The cord cutting trend doesn’t appear to be showing any signs of slowing down. Every day more consumers are ditching traditional cable and satellite providers, instead opting for a “cordless lifestyle.”
But is cord cutting approaching a tipping point? When it takes 10 apps to achieve what a single cable provider does, is cord cutting really that efficient? What about the cost savings? Multiple apps add up fast.
Let’s explore if cutting the cord is still worth it.
Streaming Conflicts Are Increasing
It’s becoming increasingly difficult to fulfill your TV, movie, and sports needs with just one or two streaming apps. The problem: streaming conflicts.
Hulu Can’t Air CW Network Shows. Let’s say you use Hulu and your favorite show is “Jane the Virgin,” which airs on the CW Network. The CW Network requires viewers to use their app, meaning it’s the only way to watch the show.
Disney Is Leaving Netflix. When you think movies you think Netflix, right? Well, a huge chunk of their movie selection will be leaving in 2019 when Disney bids adieu.
Thousands of Netflix/Disney hearts broke when Disney announced they were leaving Netflix for BAMTech. Hmm wonder what that means for ESPN, who Disney also owns. Should be interesting.
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Sony Vue Lost Viacom. If you’re a fan of MTV, Spike, Nickelodeon, Comedy Central, etc. you will not be able to stream those shows or any other programs owned by Viacom.
All of these streaming conflicts mean you’ll need more apps. Aargh!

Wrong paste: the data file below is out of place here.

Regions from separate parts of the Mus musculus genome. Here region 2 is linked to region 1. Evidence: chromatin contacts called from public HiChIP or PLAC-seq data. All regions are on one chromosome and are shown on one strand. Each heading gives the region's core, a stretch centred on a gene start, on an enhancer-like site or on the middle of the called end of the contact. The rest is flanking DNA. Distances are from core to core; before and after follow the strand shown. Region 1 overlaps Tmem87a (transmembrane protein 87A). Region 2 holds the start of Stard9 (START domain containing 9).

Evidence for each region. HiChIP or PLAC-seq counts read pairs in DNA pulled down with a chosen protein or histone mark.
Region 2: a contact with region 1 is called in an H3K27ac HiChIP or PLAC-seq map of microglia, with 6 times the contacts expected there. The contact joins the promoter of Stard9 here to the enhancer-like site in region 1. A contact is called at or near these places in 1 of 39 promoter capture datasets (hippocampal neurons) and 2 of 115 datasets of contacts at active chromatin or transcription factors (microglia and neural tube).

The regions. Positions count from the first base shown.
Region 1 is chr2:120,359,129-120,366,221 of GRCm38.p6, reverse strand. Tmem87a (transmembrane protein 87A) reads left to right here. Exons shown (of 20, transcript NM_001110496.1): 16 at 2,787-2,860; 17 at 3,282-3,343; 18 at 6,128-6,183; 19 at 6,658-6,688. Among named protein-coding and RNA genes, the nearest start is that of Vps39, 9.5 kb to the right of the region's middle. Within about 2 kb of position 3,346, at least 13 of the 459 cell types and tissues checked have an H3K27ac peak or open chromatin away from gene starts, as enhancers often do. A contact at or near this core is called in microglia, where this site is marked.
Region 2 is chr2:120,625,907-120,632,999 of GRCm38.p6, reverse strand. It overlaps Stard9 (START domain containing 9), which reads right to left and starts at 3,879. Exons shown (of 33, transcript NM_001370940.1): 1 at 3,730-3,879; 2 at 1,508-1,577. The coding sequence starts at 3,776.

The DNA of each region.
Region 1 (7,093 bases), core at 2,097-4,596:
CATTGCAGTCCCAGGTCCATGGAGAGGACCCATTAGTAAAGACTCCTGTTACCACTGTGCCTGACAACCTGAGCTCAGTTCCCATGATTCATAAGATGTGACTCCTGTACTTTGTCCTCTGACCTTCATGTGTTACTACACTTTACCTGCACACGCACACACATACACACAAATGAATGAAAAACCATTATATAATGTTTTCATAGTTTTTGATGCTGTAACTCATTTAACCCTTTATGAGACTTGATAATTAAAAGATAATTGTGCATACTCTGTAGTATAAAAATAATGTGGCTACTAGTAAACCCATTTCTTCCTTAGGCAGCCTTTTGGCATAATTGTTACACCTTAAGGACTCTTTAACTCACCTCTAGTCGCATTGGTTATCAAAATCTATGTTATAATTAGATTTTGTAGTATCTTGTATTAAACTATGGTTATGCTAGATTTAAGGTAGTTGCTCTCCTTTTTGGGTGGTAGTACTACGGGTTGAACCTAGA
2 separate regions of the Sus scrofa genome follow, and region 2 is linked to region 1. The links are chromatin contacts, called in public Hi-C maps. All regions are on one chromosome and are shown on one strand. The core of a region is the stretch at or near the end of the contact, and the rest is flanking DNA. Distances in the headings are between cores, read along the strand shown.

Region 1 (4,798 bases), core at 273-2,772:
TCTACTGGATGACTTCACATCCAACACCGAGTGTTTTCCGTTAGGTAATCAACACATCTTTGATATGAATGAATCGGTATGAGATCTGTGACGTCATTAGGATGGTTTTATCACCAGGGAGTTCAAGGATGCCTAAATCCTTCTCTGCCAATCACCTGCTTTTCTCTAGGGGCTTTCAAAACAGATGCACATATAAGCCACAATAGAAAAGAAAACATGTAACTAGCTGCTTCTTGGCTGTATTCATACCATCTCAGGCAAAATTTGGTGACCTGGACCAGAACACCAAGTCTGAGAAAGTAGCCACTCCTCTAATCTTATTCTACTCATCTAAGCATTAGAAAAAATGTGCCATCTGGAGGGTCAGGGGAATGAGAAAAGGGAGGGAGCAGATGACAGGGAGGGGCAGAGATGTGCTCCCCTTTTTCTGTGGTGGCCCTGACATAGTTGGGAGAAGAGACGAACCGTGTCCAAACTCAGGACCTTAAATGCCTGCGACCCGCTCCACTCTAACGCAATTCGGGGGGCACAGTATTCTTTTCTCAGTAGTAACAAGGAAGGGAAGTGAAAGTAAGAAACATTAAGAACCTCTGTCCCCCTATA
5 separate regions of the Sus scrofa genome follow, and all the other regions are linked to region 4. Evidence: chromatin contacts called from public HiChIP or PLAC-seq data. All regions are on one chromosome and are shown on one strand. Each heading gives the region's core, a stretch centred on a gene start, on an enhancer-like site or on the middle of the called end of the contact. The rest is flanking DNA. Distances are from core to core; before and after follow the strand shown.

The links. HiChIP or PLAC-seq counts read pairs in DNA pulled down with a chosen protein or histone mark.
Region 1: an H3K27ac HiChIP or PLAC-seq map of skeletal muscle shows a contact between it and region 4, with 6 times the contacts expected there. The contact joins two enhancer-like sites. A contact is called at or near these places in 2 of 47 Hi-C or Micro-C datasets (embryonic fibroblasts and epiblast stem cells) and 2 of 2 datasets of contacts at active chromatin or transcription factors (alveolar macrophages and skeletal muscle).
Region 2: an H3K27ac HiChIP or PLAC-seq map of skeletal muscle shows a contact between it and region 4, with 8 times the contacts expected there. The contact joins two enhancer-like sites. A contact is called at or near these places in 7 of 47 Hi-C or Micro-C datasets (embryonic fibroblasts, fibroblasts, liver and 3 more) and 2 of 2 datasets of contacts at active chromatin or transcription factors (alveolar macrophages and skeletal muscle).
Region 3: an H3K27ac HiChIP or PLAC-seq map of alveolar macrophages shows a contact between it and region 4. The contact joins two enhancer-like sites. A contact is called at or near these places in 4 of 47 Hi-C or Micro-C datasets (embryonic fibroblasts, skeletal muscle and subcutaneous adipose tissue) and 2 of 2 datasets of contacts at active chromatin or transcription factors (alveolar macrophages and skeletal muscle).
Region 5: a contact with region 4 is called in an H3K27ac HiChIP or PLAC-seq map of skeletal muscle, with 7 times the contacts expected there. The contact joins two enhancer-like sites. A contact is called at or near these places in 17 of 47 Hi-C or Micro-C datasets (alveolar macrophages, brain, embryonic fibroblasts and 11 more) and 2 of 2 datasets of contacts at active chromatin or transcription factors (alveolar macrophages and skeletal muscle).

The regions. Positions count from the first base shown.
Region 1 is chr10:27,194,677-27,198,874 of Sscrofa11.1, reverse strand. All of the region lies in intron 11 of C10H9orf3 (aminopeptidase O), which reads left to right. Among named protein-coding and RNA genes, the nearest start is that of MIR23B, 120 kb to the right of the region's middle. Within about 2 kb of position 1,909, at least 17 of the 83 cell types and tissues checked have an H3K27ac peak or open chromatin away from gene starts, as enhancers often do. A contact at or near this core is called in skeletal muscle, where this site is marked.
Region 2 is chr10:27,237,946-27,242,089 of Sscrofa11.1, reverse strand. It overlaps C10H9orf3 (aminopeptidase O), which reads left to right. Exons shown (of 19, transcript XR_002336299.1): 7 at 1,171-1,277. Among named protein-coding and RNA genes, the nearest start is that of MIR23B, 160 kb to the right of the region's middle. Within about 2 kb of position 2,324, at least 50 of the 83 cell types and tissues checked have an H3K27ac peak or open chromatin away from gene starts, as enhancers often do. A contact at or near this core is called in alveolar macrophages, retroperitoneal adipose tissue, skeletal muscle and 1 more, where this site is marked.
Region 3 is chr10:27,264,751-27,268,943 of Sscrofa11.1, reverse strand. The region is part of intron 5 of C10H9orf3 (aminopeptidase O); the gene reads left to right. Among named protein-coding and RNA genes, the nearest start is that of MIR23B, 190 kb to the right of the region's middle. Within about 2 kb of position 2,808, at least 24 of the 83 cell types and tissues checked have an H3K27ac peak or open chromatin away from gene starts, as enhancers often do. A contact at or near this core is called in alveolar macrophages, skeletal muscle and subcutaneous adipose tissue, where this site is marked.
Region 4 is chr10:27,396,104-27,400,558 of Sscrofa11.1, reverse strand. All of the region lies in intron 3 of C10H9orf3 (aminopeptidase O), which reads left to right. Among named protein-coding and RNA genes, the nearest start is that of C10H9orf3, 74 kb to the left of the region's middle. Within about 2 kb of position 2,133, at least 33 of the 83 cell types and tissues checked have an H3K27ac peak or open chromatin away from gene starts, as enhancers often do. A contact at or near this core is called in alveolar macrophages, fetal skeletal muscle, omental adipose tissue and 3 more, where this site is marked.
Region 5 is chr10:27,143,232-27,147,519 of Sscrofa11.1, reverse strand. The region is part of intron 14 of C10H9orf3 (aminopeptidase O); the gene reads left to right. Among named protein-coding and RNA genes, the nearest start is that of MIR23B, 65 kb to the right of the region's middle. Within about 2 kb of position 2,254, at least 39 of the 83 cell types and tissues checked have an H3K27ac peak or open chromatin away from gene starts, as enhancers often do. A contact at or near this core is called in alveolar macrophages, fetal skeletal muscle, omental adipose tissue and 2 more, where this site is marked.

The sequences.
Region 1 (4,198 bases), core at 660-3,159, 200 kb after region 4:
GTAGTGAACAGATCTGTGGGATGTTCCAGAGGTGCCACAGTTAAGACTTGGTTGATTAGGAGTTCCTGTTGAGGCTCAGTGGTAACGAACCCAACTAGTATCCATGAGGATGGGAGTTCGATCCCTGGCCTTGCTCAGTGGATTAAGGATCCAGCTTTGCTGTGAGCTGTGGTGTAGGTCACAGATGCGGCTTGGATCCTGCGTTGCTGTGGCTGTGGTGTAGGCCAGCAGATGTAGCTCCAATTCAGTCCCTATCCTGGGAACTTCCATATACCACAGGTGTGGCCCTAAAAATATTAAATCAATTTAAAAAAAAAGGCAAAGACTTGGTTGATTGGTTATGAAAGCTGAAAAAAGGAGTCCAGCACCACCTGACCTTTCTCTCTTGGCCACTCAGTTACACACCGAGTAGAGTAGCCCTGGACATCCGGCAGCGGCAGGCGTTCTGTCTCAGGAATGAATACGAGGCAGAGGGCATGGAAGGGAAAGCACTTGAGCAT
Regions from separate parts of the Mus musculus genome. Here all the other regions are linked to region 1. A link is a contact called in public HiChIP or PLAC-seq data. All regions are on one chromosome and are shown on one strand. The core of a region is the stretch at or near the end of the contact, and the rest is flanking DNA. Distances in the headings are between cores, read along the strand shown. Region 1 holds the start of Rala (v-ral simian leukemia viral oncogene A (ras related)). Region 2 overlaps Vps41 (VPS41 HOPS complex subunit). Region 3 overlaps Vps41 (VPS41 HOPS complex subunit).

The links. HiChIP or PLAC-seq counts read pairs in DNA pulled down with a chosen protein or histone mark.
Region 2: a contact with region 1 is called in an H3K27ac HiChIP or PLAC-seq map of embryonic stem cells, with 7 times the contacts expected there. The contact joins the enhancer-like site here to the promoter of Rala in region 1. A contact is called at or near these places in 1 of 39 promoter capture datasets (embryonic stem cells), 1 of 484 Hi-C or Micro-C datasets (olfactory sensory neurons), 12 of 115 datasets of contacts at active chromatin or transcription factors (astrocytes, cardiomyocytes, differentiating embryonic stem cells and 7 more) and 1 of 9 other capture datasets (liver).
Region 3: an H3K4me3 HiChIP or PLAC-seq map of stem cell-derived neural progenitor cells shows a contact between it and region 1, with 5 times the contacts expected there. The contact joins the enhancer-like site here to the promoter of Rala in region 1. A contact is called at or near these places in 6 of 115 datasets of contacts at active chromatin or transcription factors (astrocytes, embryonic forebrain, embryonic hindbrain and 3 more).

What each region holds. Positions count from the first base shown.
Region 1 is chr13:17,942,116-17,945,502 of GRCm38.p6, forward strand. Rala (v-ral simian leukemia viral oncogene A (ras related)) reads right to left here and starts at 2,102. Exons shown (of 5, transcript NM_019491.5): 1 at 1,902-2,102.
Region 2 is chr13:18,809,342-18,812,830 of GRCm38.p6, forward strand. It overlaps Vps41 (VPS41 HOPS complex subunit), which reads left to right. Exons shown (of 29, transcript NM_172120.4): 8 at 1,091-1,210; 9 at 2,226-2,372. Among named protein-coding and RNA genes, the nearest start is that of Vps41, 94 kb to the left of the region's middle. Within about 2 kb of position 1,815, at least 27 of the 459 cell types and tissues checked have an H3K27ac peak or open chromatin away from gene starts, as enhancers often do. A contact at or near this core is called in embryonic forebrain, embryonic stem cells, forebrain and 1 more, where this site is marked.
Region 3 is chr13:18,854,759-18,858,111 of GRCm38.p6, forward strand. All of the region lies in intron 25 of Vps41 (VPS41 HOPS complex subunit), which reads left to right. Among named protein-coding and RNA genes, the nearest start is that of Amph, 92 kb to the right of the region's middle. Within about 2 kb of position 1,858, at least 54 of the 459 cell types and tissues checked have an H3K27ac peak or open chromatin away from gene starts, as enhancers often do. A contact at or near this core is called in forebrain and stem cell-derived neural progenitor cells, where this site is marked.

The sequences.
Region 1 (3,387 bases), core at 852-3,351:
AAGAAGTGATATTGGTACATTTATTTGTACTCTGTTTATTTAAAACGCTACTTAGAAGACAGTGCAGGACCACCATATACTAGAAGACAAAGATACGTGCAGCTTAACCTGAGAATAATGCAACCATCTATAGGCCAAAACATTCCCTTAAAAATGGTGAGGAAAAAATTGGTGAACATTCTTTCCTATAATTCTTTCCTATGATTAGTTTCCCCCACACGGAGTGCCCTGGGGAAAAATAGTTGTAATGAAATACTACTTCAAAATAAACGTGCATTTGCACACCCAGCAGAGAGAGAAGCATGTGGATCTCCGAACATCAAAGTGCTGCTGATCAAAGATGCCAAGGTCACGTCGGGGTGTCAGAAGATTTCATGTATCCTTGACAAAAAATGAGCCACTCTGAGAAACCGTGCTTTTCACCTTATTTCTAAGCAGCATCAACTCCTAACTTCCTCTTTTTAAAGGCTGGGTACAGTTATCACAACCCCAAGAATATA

Live TV Isn’t That Simple Either
Watching live TV isn’t a cakewalk either. Your options will depend on where you live. For instance, Sony Vue not only can’t stream Viacom programs, but they also have a complicated relationship with CBS, ABC, Fox, and NBC, too. Where your home is will determine which networks you’ll be able to stream through Vue.
And Vue isn’t the only one with live TV limitations. YouTube TV is limited to Chicago, New York City, Philadelphia, Los Angeles, and San Francisco. Sorry about your luck, everywhere else.
Plus, if you’re looking to eliminate commercials from your live TV streaming, choose carefully because not all streaming devices are ad free. (Better read the fine print.) And replicating live streaming TV services is more expensive. Hulu with Live TV will set you back $39.99, while YouTube TV starts at $35 per month.
When you realize you need multiple apps to essentially build an a la carte streaming package, the cost for those apps add up fast.
Will Cord Cutting Soon Be As Expensive As Cable?
Well, it depends. If you can still get away with skinny bundles, you’ll be fine. But if you’re requiring multiple streaming services, you could be looking at rising costs that rival your old cable bill.
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The average cable bill is estimated to be around $100 a month. Now take into consideration that you need internet before anything else so that’s $50+ right off the bat. And if you’re streaming multiple devices, you may have to upgrade your internet speed to a more expensive package to alleviate buffering issues, which are a whole other problem with cord cutting.
Then throw in Netflix ($9.99) and YouTube TV ($35), and you’re already facing a $95+ bill. Wasn’t the whole point of this to save money?
Wait, you haven’t even rolled in Amazon Prime Video ($8.25), or what Disney’s BAMTech will potentially cost, both which will push you over the $100 threshold. And if you have a sports fan in the house, you’ll need CBS All Access, too. Yikes.
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Cord cutting has always been about the appeal of unplugging, which was intended to offer a simpler, more affordable option. If those two factors start fading, we may see some cord cutters ready to plug back in.
However, with Apple’s recent game-changing announcement of the New Apple TV 4K, which also offers live sports and news, maybe they will stay cut after all.